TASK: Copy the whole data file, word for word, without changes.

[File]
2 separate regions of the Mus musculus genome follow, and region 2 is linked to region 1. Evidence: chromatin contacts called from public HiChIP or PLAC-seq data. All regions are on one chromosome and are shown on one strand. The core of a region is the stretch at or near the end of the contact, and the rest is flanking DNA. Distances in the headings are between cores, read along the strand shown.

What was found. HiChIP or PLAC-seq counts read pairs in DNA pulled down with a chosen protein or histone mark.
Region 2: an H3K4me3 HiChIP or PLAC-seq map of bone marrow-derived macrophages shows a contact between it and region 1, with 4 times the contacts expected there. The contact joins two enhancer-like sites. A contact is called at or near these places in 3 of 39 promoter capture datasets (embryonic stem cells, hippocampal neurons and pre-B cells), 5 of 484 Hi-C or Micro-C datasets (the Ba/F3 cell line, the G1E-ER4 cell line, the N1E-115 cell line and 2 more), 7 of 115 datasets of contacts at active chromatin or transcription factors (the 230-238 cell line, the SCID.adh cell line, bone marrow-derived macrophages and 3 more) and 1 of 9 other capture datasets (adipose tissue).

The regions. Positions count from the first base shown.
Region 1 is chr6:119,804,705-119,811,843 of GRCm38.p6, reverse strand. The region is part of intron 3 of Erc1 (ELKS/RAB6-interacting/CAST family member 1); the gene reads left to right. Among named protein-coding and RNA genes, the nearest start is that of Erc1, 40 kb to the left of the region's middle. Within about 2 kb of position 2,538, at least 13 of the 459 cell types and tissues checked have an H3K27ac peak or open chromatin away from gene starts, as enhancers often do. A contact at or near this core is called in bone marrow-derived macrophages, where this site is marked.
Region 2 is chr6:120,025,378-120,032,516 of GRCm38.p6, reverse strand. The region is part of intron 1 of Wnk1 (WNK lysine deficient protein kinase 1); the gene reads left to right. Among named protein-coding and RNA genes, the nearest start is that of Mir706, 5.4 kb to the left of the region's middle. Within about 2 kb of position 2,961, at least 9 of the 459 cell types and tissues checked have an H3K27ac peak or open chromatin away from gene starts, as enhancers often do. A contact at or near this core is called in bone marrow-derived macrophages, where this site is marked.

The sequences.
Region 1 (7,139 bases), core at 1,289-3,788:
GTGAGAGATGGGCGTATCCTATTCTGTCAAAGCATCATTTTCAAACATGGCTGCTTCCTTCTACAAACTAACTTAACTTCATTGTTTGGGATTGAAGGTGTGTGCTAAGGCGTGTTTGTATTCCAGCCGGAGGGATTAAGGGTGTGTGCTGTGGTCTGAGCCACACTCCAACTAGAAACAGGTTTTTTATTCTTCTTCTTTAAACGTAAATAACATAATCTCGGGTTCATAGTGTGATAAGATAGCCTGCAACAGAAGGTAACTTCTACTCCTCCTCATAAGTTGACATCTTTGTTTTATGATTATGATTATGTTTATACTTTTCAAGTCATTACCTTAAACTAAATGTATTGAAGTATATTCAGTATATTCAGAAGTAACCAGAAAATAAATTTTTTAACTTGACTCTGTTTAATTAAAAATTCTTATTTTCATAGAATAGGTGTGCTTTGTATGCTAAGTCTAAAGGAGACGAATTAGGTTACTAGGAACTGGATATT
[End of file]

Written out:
2 separate regions of the Mus musculus genome follow, and region 2 is linked to region 1. Evidence: chromatin contacts called from public HiChIP or PLAC-seq data. All regions are on one chromosome and are shown on one strand. The core of a region is the stretch at or near the end of the contact, and the rest is flanking DNA. Distances in the headings are between cores, read along the strand shown.

What was found. HiChIP or PLAC-seq counts read pairs in DNA pulled down with a chosen protein or histone mark.
Region 2: an H3K4me3 HiChIP or PLAC-seq map of bone marrow-derived macrophages shows a contact between it and region 1, with 4 times the contacts expected there. The contact joins two enhancer-like sites. A contact is called at or near these places in 3 of 39 promoter capture datasets (embryonic stem cells, hippocampal neurons and pre-B cells), 5 of 484 Hi-C or Micro-C datasets (the Ba/F3 cell line, the G1E-ER4 cell line, the N1E-115 cell line and 2 more), 7 of 115 datasets of contacts at active chromatin or transcription factors (the 230-238 cell line, the SCID.adh cell line, bone marrow-derived macrophages and 3 more) and 1 of 9 other capture datasets (adipose tissue).

The regions. Positions count from the first base shown.
Region 1 is chr6:119,804,705-119,811,843 of GRCm38.p6, reverse strand. The region is part of intron 3 of Erc1 (ELKS/RAB6-interacting/CAST family member 1); the gene reads left to right. Among named protein-coding and RNA genes, the nearest start is that of Erc1, 40 kb to the left of the region's middle. Within about 2 kb of position 2,538, at least 13 of the 459 cell types and tissues checked have an H3K27ac peak or open chromatin away from gene starts, as enhancers often do. A contact at or near this core is called in bone marrow-derived macrophages, where this site is marked.
Region 2 is chr6:120,025,378-120,032,516 of GRCm38.p6, reverse strand. The region is part of intron 1 of Wnk1 (WNK lysine deficient protein kinase 1); the gene reads left to right. Among named protein-coding and RNA genes, the nearest start is that of Mir706, 5.4 kb to the left of the region's middle. Within about 2 kb of position 2,961, at least 9 of the 459 cell types and tissues checked have an H3K27ac peak or open chromatin away from gene starts, as enhancers often do. A contact at or near this core is called in bone marrow-derived macrophages, where this site is marked.

The sequences.
Region 1 (7,139 bases), core at 1,289-3,788:
GTGAGAGATGGGCGTATCCTATTCTGTCAAAGCATCATTTTCAAACATGGCTGCTTCCTTCTACAAACTAACTTAACTTCATTGTTTGGGATTGAAGGTGTGTGCTAAGGCGTGTTTGTATTCCAGCCGGAGGGATTAAGGGTGTGTGCTGTGGTCTGAGCCACACTCCAACTAGAAACAGGTTTTTTATTCTTCTTCTTTAAACGTAAATAACATAATCTCGGGTTCATAGTGTGATAAGATAGCCTGCAACAGAAGGTAACTTCTACTCCTCCTCATAAGTTGACATCTTTGTTTTATGATTATGATTATGTTTATACTTTTCAAGTCATTACCTTAAACTAAATGTATTGAAGTATATTCAGTATATTCAGAAGTAACCAGAAAATAAATTTTTTAACTTGACTCTGTTTAATTAAAAATTCTTATTTTCATAGAATAGGTGTGCTTTGTATGCTAAGTCTAAAGGAGACGAATTAGGTTACTAGGAACTGGATATT